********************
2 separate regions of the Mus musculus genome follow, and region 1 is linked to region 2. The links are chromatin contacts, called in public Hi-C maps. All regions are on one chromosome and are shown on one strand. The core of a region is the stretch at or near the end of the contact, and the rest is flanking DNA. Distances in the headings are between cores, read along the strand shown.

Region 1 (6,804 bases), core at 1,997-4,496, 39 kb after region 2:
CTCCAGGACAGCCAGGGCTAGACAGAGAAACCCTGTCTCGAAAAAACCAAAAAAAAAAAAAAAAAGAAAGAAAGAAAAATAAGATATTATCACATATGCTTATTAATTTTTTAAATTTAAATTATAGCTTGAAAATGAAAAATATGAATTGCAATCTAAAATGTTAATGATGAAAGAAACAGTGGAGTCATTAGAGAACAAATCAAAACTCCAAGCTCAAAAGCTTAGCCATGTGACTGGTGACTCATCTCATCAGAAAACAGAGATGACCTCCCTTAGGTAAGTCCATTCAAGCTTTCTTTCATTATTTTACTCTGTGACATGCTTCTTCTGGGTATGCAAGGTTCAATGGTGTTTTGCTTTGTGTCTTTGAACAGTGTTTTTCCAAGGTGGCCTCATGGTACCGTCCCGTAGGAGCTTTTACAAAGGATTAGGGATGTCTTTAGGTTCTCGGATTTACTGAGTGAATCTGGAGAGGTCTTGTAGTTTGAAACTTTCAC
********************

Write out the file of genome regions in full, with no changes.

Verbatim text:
2 separate regions of the Mus musculus genome follow, and region 1 is linked to region 2. The links are chromatin contacts, called in public Hi-C maps. All regions are on one chromosome and are shown on one strand. The core of a region is the stretch at or near the end of the contact, and the rest is flanking DNA. Distances in the headings are between cores, read along the strand shown.

Region 1 (6,804 bases), core at 1,997-4,496, 39 kb after region 2:
CTCCAGGACAGCCAGGGCTAGACAGAGAAACCCTGTCTCGAAAAAACCAAAAAAAAAAAAAAAAAGAAAGAAAGAAAAATAAGATATTATCACATATGCTTATTAATTTTTTAAATTTAAATTATAGCTTGAAAATGAAAAATATGAATTGCAATCTAAAATGTTAATGATGAAAGAAACAGTGGAGTCATTAGAGAACAAATCAAAACTCCAAGCTCAAAAGCTTAGCCATGTGACTGGTGACTCATCTCATCAGAAAACAGAGATGACCTCCCTTAGGTAAGTCCATTCAAGCTTTCTTTCATTATTTTACTCTGTGACATGCTTCTTCTGGGTATGCAAGGTTCAATGGTGTTTTGCTTTGTGTCTTTGAACAGTGTTTTTCCAAGGTGGCCTCATGGTACCGTCCCGTAGGAGCTTTTACAAAGGATTAGGGATGTCTTTAGGTTCTCGGATTTACTGAGTGAATCTGGAGAGGTCTTGTAGTTTGAAACTTTCAC